Redefining Niche Marketing
As a manufacturer of acrylic, thermoformed wind deflectors for cars and trucks, Glas Aire Industries Ltd. has raised the practice of niche marketing to a new level. The company supplies the car OEMs d...
As a manufacturer of acrylic, thermoformed wind deflectors for cars and trucks, Glas Aire Industries Ltd. has raised the practice of niche marketing to a new level. The company supplies the car OEMs directly, not just the after-market. It handles all design and prototyping work in-house and has developed and invested in new thermoforming technology to meet the stringent appearance requirements of its customers. And just recently Glas Aire opened a sales office in Japan, where it had already become the only North American company to supply the Japanese auto industry in Japan.
“Because our products are an integral part of the car, they’re subject to the same warranty conditions as other original equipment,” says Glas Aire general manager Omer Esen. He says the company’s customers in North America include all the major automotive companies, except Ford.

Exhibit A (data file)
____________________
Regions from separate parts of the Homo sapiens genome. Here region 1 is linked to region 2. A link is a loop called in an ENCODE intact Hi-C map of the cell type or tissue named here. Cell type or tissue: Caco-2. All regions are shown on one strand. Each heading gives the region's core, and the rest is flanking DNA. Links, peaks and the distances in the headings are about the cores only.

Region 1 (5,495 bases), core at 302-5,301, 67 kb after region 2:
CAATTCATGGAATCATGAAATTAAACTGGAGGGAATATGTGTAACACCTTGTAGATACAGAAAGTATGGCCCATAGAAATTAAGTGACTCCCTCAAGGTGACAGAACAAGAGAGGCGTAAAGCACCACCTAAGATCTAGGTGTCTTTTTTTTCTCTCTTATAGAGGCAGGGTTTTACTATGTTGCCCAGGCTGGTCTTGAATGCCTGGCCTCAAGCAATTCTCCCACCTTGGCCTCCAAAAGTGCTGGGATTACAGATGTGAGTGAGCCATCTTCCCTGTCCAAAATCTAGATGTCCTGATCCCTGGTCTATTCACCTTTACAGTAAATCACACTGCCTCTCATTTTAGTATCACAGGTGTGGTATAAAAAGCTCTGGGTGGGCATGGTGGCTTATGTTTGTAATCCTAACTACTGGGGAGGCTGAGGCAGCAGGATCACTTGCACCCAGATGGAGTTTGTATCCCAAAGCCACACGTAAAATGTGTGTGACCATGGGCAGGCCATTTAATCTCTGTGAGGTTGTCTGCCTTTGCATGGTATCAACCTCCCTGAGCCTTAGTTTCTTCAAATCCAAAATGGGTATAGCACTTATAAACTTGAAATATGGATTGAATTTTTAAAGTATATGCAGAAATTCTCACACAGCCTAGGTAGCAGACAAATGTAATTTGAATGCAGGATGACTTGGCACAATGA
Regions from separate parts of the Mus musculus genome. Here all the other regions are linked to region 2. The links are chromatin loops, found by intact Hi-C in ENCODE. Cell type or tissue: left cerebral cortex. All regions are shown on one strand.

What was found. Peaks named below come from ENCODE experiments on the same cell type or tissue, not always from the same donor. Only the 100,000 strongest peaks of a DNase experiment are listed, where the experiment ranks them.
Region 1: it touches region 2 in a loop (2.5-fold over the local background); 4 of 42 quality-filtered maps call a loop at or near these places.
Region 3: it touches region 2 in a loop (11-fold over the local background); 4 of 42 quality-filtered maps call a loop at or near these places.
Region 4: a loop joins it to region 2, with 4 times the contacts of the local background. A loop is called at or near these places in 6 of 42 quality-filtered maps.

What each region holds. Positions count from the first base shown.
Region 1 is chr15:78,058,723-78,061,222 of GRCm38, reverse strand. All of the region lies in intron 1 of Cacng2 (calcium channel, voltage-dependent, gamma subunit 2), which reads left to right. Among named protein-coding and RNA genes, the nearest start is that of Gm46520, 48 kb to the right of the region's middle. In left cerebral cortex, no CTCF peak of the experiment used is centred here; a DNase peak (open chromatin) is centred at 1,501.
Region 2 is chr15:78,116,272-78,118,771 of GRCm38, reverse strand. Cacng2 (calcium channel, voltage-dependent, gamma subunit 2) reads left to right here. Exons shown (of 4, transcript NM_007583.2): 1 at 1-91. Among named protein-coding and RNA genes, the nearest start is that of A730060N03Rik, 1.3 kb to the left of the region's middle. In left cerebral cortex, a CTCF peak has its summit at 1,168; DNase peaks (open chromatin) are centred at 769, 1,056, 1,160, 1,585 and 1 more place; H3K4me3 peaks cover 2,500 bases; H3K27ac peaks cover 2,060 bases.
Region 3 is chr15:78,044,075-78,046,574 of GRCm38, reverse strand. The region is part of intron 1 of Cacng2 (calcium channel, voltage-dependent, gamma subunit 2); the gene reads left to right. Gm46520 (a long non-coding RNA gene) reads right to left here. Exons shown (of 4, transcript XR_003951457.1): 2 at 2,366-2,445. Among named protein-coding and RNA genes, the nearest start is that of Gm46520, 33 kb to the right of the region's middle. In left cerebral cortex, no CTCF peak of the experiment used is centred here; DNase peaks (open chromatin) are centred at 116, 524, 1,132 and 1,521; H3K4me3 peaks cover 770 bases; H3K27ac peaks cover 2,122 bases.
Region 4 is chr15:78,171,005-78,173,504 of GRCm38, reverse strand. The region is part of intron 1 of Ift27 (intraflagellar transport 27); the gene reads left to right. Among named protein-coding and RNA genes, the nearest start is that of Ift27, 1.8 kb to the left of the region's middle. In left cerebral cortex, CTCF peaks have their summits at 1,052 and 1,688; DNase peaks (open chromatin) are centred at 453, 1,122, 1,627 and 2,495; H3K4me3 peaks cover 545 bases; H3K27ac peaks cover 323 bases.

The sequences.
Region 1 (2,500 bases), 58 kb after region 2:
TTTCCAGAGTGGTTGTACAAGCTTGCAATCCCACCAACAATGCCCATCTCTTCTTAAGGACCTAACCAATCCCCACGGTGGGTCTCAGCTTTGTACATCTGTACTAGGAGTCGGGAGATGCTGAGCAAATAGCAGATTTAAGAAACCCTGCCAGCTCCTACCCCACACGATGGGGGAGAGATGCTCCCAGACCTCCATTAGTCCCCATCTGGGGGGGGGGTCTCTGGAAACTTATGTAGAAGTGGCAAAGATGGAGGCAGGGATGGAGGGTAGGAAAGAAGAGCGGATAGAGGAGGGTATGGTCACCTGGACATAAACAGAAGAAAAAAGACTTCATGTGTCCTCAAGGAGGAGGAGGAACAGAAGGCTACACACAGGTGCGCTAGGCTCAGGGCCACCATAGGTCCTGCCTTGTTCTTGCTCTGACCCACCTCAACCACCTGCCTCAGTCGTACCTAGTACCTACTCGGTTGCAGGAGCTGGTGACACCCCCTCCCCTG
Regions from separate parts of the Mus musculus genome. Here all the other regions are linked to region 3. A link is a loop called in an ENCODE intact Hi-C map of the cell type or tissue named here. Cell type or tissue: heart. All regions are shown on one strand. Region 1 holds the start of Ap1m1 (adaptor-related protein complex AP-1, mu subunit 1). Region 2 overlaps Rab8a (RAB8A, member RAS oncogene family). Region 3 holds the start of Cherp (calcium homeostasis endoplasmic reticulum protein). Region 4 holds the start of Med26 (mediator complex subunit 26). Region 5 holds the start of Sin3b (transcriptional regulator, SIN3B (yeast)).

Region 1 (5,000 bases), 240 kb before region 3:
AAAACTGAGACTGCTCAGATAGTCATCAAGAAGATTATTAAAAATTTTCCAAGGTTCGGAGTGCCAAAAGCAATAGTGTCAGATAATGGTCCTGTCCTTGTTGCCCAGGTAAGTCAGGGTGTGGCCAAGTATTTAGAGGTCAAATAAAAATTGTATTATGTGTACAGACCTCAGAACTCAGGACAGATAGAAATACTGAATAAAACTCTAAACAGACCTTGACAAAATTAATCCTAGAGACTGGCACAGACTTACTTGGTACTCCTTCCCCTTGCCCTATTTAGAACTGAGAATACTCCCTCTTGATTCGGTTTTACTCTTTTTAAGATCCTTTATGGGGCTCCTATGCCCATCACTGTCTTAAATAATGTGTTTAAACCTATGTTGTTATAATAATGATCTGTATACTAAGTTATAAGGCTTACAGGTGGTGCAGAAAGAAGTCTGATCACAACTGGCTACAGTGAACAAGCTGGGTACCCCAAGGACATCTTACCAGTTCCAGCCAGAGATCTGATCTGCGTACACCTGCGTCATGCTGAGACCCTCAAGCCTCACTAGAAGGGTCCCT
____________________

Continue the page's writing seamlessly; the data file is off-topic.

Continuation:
With approximately 70 employees, Glas Aire operates out of a 30,000 sq. ft. facility in Vancouver; as well, has a distribution warehouse located just across the border in Bellingham, WA.
Glas Aire supplies two different sunroof wind deflectors to Daihatsu Motor Company. The parts are made in Vancouver and shipped to Japan. Getting the Japanese business entailed several years of development work, notes Esen.
“Japanese surface quality requirements are more stringent than in North America,” says Esen. “In order to meet the requirements we had to develop a new thermoforming technique.”
Esen says it took the company two years to perfect “low mark-off” vacuum forming, a process which minimizes the thermal shock between the tool and the heated acrylic sheet. As a result, the process reduces in-mold stresses which often produce surface deformities in the molded part. The process is run in a 27,000 cu. ft. class-three clean room in order to eliminate the chance of contamination.
Glas Aire uses continuous cast acrylic supplied equally by Mitsubishi Company and Aristech. In comparison to regular acrylic, continuous cast acrylic has better heat distortion and mechanical properties, notes Esen.
The company is adding 3000 sq. ft. of office space this year. Obviously, Glas Aire’s approach to a “niche” market is paying off.